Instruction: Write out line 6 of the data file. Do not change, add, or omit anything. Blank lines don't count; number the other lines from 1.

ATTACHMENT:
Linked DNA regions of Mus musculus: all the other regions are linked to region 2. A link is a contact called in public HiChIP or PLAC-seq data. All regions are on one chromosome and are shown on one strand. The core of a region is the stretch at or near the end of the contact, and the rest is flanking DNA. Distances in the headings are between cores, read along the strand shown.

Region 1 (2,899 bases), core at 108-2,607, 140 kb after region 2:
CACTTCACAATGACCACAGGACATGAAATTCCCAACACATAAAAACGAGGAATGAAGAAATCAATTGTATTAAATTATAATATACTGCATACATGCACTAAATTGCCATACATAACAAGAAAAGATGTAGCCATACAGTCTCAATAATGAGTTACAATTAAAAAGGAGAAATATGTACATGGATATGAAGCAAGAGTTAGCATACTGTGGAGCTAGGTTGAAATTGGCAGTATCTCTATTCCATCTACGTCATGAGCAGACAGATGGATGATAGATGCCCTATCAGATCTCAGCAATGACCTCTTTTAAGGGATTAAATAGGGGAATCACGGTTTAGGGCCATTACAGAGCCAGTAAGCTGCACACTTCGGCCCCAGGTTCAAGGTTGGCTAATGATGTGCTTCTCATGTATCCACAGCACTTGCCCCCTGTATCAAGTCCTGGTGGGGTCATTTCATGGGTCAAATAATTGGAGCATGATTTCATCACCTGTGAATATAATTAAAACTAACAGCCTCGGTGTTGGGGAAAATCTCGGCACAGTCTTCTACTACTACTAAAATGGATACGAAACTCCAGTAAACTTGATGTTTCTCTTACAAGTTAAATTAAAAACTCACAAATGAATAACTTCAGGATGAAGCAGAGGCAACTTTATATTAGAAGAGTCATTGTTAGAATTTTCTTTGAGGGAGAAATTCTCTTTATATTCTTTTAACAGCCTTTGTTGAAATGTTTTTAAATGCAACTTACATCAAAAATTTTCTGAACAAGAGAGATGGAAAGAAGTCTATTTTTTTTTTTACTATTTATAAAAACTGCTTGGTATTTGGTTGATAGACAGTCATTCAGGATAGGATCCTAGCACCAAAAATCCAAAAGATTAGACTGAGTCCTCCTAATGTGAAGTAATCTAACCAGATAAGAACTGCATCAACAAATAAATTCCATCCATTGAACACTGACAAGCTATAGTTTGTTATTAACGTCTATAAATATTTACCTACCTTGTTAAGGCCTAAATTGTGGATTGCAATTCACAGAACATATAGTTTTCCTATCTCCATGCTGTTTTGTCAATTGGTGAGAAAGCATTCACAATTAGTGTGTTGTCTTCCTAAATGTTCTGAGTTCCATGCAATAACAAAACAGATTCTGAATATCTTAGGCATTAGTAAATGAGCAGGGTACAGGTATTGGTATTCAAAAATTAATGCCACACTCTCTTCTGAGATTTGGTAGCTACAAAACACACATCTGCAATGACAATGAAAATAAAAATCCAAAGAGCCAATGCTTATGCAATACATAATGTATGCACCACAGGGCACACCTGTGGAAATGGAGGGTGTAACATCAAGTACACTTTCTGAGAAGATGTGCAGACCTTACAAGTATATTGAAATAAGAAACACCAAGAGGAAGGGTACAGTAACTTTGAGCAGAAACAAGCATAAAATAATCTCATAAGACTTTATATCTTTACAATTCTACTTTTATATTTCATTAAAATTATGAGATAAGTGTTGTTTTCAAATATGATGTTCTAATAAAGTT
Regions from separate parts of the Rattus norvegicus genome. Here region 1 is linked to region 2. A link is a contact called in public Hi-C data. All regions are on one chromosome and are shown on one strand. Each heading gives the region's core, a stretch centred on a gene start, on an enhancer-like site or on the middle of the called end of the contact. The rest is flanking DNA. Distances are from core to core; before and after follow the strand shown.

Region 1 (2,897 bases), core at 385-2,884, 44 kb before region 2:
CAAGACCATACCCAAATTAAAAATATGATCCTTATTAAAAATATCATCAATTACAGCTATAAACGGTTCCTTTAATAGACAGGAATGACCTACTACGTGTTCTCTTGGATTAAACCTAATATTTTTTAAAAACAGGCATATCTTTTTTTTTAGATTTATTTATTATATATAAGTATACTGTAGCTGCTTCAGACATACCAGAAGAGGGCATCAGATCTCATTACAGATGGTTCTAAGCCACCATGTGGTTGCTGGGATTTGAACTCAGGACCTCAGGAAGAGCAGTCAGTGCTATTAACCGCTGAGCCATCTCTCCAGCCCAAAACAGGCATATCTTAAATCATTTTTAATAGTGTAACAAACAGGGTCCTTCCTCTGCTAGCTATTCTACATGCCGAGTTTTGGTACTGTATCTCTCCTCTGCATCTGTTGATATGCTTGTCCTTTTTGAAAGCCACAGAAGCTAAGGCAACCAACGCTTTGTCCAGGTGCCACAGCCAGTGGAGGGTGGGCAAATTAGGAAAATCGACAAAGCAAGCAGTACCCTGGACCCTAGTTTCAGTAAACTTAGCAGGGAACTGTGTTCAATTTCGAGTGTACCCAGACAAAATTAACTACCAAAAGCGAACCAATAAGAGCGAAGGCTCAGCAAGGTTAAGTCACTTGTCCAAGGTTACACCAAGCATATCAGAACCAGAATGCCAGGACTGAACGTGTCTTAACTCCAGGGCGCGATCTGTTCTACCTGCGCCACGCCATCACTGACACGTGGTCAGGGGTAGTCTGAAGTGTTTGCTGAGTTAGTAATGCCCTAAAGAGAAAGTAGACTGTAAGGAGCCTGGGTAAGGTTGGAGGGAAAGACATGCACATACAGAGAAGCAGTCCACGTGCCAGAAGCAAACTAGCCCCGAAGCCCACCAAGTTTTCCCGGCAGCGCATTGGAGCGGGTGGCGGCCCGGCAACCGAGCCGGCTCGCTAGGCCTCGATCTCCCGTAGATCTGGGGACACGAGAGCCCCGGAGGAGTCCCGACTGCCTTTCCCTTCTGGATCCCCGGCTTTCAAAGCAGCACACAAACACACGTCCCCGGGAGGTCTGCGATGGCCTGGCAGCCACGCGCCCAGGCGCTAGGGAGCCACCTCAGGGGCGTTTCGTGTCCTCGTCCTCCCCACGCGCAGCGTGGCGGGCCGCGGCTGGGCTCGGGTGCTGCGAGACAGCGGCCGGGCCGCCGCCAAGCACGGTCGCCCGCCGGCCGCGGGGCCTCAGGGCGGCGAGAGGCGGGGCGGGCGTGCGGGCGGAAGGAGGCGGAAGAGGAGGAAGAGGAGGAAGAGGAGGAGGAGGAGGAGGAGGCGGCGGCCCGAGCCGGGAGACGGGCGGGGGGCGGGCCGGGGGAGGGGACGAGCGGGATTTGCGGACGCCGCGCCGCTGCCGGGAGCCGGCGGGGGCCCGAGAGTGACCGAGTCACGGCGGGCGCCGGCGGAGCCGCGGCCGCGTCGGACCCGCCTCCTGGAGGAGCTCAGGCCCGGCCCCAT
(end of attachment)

CAAGACCATACCCAAATTAAAAATATGATCCTTATTAAAAATATCATCAATTACAGCTATAAACGGTTCCTTTAATAGACAGGAATGACCTACTACGTGTTCTCTTGGATTAAACCTAATATTTTTTAAAAACAGGCATATCTTTTTTTTTAGATTTATTTATTATATATAAGTATACTGTAGCTGCTTCAGACATACCAGAAGAGGGCATCAGATCTCATTACAGATGGTTCTAAGCCACCATGTGGTTGCTGGGATTTGAACTCAGGACCTCAGGAAGAGCAGTCAGTGCTATTAACCGCTGAGCCATCTCTCCAGCCCAAAACAGGCATATCTTAAATCATTTTTAATAGTGTAACAAACAGGGTCCTTCCTCTGCTAGCTATTCTACATGCCGAGTTTTGGTACTGTATCTCTCCTCTGCATCTGTTGATATGCTTGTCCTTTTTGAAAGCCACAGAAGCTAAGGCAACCAACGCTTTGTCCAGGTGCCACAGCCAGTGGAGGGTGGGCAAATTAGGAAAATCGACAAAGCAAGCAGTACCCTGGACCCTAGTTTCAGTAAACTTAGCAGGGAACTGTGTTCAATTTCGAGTGTACCCAGACAAAATTAACTACCAAAAGCGAACCAATAAGAGCGAAGGCTCAGCAAGGTTAAGTCACTTGTCCAAGGTTACACCAAGCATATCAGAACCAGAATGCCAGGACTGAACGTGTCTTAACTCCAGGGCGCGATCTGTTCTACCTGCGCCACGCCATCACTGACACGTGGTCAGGGGTAGTCTGAAGTGTTTGCTGAGTTAGTAATGCCCTAAAGAGAAAGTAGACTGTAAGGAGCCTGGGTAAGGTTGGAGGGAAAGACATGCACATACAGAGAAGCAGTCCACGTGCCAGAAGCAAACTAGCCCCGAAGCCCACCAAGTTTTCCCGGCAGCGCATTGGAGCGGGTGGCGGCCCGGCAACCGAGCCGGCTCGCTAGGCCTCGATCTCCCGTAGATCTGGGGACACGAGAGCCCCGGAGGAGTCCCGACTGCCTTTCCCTTCTGGATCCCCGGCTTTCAAAGCAGCACACAAACACACGTCCCCGGGAGGTCTGCGATGGCCTGGCAGCCACGCGCCCAGGCGCTAGGGAGCCACCTCAGGGGCGTTTCGTGTCCTCGTCCTCCCCACGCGCAGCGTGGCGGGCCGCGGCTGGGCTCGGGTGCTGCGAGACAGCGGCCGGGCCGCCGCCAAGCACGGTCGCCCGCCGGCCGCGGGGCCTCAGGGCGGCGAGAGGCGGGGCGGGCGTGCGGGCGGAAGGAGGCGGAAGAGGAGGAAGAGGAGGAAGAGGAGGAGGAGGAGGAGGAGGCGGCGGCCCGAGCCGGGAGACGGGCGGGGGGCGGGCCGGGGGAGGGGACGAGCGGGATTTGCGGACGCCGCGCCGCTGCCGGGAGCCGGCGGGGGCCCGAGAGTGACCGAGTCACGGCGGGCGCCGGCGGAGCCGCGGCCGCGTCGGACCCGCCTCCTGGAGGAGCTCAGGCCCGGCCCCAT